Cutting Through the Hype
As if we needed actual data to understand that CRISPR technology is a hot topic—a PubMed search on “CRISPR” yields over 7,000 hits, while the NIH RePORTER database search returns 2,316 active research grants with reference to the topic. Potentially transformative therapeutic strategies have always been hyped, but the explosion in the mass media coverage makes it difficult to believe that anyone remains who has not heard the term CRISPR and the unfortunate implication that marketed therapies are “imminent.”
Our task in the scientific, pharma/biotech and advocacy communities is to counter the therapeutic misconception that CRISPR will be a panacea for any inherited disease, while taking pragmatic steps to address the not inconsequential barriers of rigorous efficacy studies, scale-up production, delivery/exposure, efficiency, and even ethics to optimize and evaluate the potential of this important new tool.
Finding the Optimal CRISPR Targets
Initial efforts to apply CRISPR/Cas9 approaches to DM focused on reducing/removing expanded CTG tracts from the DMPK gene. An additional challenge for gene editing in expanded repeat disorders is the need to remove large DNA tracts. Indeed, Dr. Bé Wieringa and colleagues found that removal of expanded CTG repeats was feasible, but required cutting from both sides of the repeat to avoid increasing the genomic instability that drives DM (see http://www.myotonic.org/gene-editing-dm). DNA targeting may ultimately prove to be the optimal approach for DM, but more developmental and mechanistic work is required to facilitate in situ removal of large expansions safely and efficiently.
Within the CRISPR field, the approach of targeting RNA has attracted considerable interest. Two recent papers from Dr. Feng Cheng’s lab (Broad Institute of MIT and Harvard) have demonstrated RNA targeting using CRISPR/Cas13. In the first (Cox et al., 2017), they evaluated programmable editing of RNA transcripts to alter coding and thereby correct mutations at the level of the transcript (a system they designate as RNA Editing for Programmable A to I Replacement or REPAIR). This system is designed to address single base mutations and thus may have limited to no applicability in repeat expansion disorders, although continued attention to the associated technological advances is warranted. The second publication (Abudayyeh et al., 2017) demonstrates that CRISPR/Cas13a has the potential for targeted knockdown of RNA, with similar efficiency to and better specificity than RNAi. Such an approach is comparable to knockdown of DMPK transcripts with antisense oligonucleotides that recruit RNaseH mechanisms.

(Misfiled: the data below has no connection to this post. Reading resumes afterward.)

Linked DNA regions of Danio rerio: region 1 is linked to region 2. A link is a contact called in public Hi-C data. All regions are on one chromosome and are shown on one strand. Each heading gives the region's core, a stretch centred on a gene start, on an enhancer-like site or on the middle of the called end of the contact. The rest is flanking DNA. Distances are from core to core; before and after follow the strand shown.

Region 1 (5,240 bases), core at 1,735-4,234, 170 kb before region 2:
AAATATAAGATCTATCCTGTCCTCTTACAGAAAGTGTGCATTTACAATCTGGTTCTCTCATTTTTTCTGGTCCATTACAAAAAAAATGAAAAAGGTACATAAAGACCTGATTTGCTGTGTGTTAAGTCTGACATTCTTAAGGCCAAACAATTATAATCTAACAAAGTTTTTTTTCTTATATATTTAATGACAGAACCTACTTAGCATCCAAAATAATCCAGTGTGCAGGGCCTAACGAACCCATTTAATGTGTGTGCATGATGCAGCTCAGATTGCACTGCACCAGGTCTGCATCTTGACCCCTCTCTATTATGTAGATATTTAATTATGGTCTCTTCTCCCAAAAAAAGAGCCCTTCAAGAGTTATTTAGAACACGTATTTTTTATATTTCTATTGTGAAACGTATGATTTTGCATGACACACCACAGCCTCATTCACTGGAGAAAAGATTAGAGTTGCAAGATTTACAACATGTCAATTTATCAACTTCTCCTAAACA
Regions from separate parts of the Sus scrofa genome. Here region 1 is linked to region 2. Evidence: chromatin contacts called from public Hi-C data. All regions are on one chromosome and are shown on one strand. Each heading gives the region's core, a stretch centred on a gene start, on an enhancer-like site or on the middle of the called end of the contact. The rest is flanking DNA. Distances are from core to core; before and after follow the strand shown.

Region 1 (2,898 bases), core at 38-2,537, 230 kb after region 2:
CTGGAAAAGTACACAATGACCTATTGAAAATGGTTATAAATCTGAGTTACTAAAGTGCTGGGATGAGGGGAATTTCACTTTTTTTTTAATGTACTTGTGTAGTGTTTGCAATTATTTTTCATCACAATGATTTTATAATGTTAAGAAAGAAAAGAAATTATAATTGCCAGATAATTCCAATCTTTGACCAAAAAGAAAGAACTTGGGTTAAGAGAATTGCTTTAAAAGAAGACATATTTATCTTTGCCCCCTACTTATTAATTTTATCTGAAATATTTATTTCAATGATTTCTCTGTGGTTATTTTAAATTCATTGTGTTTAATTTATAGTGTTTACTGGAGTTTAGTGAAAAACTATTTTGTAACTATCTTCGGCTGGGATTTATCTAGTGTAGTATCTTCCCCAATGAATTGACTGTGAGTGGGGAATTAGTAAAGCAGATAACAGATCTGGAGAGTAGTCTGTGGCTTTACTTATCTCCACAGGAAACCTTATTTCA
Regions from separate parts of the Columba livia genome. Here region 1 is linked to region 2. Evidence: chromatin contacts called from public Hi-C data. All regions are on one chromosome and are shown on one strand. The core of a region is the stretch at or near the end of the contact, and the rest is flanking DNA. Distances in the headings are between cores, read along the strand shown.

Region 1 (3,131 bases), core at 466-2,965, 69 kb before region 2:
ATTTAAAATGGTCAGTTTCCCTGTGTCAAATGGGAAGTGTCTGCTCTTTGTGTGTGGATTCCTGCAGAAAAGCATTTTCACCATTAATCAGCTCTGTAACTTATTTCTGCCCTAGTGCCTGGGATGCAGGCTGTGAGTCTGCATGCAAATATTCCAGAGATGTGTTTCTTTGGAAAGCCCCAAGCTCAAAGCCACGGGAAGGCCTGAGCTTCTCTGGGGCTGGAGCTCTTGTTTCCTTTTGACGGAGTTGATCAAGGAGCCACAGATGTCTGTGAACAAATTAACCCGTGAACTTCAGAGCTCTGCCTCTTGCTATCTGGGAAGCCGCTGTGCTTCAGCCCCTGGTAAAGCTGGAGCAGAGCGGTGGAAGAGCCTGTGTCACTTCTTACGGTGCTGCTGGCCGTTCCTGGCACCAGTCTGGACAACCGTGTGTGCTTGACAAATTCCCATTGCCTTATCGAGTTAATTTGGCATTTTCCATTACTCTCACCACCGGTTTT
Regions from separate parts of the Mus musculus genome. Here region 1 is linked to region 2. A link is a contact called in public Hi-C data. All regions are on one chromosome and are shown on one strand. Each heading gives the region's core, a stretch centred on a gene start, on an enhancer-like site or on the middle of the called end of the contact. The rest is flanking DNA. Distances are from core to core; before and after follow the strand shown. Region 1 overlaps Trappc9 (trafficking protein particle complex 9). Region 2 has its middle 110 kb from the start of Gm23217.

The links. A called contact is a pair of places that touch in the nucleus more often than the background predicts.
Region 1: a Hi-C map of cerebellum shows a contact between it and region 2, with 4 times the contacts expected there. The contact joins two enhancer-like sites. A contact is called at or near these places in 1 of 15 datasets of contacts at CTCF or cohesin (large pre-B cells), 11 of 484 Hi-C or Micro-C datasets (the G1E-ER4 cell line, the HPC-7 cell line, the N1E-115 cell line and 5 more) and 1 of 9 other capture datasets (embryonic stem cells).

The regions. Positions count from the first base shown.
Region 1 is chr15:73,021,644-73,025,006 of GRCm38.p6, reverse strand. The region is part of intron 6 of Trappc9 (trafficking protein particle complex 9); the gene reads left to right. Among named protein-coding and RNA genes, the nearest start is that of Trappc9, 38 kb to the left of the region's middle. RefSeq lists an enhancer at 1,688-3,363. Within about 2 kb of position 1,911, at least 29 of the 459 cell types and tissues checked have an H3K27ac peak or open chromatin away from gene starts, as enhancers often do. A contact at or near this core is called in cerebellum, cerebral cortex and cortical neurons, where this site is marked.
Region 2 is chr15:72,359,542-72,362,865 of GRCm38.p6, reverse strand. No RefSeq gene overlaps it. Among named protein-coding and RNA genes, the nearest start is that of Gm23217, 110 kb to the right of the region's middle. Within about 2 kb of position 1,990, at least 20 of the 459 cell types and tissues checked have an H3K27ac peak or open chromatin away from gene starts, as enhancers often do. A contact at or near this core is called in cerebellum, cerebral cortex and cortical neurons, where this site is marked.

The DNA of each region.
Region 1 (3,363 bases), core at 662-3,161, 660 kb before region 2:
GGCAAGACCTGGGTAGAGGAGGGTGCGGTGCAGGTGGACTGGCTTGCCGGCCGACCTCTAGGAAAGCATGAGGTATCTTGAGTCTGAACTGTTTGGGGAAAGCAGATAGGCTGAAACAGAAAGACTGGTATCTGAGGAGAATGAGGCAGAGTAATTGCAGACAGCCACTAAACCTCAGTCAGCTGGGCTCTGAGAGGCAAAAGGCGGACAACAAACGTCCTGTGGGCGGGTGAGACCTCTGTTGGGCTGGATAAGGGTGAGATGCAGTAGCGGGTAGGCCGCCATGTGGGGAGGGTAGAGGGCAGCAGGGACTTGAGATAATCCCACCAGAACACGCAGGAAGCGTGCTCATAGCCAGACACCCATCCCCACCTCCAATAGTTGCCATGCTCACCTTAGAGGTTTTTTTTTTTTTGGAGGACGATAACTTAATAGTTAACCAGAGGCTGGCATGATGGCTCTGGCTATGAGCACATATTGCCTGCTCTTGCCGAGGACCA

To Target RNA or DNA in DM?
Previously, Dr. Gene Yeo’s group showed that RNA-targeted Cas9 in an in vitro model degrades toxic DMPK transcripts, increases in the MBNL protein, and reduces or eliminates the gene splicing defects that characterize DM (see http://www.myotonic.org/modifying-gene-editing-technology-dm).
In a recent paper in Molecular Cell (Pinto et al., 2017), Dr. Eric Wang and colleagues (University of Florida) reported that deactivated Cas9 (dCas9) specifically binds expanded repeat tracts at the DMPK locus and impedes their transcription. They evaluated multiple CTG repeat lengths and showed that dCas9 coupled to a guide RNA achieved knockdown in a repeat length-dependent manner, with binding efficiency and potency of knockdown increasing with the number of repeats. Moreover, the group showed that the dCas9-gRNA strategy reduces nuclear foci, restores normative splicing, and blocks RAN translation in both HeLa cell models and DM1 patient myoblasts and in skeletal muscles of systemically injected HSA-LR mice.
Next Steps for DM
Efforts to target the expanded repeat DMPK RNA or DNA have shown potential as a therapeutic strategy, but it must be recognized that these efforts are at a preclinical proof of concept stage. Both approaches face questions of delivery, specificity of targeting and reagent efficiency once on target that are likely to become more complex when CRISPR as a candidate therapeutic transitions to clinical testing. For example, if AAV is used for CRISPR reagent delivery, the tissue targeting specificity inherent to many AAV serotypes must be overcome if the multi-systemic consequences of DM are to be addressed.
Hype is a poor substitute for pragmatic scientific progress. As we go forward, all parties are cautioned to avoid language that feeds therapeutic misconception—mouse studies are purely experiments in a so-so disease model—the mice are neither treated nor cured; clinical trials also are experiments, not treatments, until the agent receives regulatory approval. Finally, recruitment of substantive funding and scientific expertise to further optimize and test the RNA and DNA targeting strategies for DM is essential.
Cox DBT, Gootenberg JS, Abudayyeh OO, Franklin B, Kellner MJ, Joung J, Zhang F.
Science. 2017 Oct 25. pii: eaaq0180. doi: 10.1126/science.aaq0180. [Epub ahead of print]
Abudayyeh OO, Gootenberg JS, Essletzbichler P, Han S, Joung J, Belanto JJ, Verdine V, Cox DBT, Kellner MJ, Regev A, Lander ES, Voytas DF, Ting AY, Zhang F.
Nature. 2017 Oct 12;550(7675):280-284. doi: 10.1038/nature24049.
Pinto BS, Saxena T, Oliveira R, Méndez-Gómez HR, Cleary JD, Denes LT, McConnell O, Arboleda J, Xia G, Swanson MS, Wang ET.
Mol Cell. 2017 Oct 18. pii: S1097-2765(17)30711-6. doi: 10.1016/j.molcel.2017.09.033. [Epub ahead of print]